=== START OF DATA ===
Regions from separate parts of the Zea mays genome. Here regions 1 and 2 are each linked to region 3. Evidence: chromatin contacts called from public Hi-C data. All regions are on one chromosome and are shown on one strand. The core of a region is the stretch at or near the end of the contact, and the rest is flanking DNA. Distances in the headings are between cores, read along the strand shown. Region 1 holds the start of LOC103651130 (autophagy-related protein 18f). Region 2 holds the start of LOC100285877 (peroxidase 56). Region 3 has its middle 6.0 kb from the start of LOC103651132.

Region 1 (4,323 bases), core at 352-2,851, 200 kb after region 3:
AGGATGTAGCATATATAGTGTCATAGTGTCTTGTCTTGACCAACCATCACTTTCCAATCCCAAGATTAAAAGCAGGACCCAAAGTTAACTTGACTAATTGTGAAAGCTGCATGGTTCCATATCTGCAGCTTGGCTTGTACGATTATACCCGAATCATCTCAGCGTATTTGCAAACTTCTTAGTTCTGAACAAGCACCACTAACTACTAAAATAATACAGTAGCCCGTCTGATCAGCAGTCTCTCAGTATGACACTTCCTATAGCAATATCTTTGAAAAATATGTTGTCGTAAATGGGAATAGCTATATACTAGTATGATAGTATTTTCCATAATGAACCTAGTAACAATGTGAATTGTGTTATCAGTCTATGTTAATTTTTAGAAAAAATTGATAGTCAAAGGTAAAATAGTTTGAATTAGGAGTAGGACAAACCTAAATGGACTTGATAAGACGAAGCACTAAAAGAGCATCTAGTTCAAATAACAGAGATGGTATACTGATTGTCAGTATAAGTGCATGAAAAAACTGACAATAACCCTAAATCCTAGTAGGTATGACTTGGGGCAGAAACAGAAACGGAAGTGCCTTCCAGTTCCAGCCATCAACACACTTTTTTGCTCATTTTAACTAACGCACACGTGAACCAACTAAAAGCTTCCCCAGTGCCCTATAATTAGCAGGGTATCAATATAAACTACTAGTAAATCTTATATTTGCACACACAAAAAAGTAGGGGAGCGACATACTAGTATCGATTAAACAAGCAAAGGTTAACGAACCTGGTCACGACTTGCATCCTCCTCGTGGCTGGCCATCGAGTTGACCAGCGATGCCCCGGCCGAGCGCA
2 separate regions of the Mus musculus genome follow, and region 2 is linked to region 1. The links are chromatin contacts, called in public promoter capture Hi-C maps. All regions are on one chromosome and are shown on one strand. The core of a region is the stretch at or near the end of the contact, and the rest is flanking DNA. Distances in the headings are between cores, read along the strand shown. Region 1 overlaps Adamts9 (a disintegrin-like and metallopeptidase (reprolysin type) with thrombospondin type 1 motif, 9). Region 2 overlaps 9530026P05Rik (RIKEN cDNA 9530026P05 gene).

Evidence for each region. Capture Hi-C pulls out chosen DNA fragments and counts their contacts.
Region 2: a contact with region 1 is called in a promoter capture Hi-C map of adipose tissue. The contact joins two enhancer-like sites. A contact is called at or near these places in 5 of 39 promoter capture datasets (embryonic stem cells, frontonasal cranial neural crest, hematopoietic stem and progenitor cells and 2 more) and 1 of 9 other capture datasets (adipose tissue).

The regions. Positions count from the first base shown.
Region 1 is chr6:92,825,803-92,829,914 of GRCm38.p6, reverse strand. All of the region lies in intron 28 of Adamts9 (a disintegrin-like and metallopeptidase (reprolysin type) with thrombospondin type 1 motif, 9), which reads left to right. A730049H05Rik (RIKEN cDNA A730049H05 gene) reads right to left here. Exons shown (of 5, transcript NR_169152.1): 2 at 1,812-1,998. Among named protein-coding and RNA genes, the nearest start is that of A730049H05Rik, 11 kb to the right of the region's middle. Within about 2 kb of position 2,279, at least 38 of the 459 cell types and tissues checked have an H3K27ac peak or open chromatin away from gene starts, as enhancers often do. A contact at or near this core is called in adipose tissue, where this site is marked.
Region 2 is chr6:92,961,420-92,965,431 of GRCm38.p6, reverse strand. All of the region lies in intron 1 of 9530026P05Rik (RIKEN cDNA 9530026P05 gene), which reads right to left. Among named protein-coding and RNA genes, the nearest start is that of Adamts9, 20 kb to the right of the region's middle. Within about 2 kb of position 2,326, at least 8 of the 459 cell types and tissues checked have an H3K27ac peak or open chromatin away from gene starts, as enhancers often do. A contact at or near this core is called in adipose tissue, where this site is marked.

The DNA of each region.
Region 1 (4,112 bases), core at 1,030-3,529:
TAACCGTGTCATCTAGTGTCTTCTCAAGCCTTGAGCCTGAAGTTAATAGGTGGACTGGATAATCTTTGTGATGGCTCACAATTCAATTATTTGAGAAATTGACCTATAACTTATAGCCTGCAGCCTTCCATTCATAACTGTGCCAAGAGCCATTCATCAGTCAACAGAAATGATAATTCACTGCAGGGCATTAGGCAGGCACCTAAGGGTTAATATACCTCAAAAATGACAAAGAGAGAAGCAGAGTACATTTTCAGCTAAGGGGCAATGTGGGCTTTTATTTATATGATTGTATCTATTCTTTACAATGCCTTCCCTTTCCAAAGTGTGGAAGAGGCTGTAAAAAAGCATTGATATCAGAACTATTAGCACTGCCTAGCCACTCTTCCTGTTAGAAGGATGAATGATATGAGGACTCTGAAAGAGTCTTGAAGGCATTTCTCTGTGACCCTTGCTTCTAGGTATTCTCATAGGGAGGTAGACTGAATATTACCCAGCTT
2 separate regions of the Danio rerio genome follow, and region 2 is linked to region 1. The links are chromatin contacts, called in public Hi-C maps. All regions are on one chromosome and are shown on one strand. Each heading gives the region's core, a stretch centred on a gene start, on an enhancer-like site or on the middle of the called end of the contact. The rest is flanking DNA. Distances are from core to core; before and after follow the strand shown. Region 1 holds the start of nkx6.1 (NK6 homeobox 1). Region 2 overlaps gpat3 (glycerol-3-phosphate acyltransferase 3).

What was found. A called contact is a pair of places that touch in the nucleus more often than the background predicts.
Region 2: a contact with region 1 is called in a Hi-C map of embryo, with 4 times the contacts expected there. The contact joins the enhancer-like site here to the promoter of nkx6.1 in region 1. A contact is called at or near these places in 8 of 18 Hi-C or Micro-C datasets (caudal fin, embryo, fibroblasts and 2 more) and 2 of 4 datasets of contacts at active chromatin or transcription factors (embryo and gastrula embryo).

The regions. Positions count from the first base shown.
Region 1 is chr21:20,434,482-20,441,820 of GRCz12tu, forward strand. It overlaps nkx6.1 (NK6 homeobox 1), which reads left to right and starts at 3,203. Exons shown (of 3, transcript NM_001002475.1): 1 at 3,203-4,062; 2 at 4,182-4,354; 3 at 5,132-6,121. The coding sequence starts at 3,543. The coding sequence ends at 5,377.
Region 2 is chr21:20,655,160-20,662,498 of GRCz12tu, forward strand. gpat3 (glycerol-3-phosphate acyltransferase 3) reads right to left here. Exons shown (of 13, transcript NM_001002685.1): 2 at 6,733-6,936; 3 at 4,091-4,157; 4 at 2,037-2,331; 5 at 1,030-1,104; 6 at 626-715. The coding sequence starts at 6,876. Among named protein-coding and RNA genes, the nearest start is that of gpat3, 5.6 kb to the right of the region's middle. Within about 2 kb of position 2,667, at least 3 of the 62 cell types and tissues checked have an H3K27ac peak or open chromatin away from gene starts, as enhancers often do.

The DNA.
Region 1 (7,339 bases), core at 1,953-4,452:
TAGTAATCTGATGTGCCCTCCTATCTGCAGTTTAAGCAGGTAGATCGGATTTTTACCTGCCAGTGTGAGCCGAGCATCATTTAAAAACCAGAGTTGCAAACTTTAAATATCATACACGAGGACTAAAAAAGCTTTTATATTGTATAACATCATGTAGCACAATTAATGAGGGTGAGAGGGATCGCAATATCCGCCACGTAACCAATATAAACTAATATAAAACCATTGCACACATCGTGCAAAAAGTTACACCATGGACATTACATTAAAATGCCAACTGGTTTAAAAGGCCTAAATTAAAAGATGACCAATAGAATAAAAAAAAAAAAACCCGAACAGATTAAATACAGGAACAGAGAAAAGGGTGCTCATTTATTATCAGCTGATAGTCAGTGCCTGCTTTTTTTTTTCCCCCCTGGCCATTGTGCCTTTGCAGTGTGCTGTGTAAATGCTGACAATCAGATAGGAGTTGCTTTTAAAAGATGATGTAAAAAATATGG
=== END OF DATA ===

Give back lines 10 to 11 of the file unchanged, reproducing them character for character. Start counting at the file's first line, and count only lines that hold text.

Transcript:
The DNA of each region.
Region 1 (4,112 bases), core at 1,030-3,529: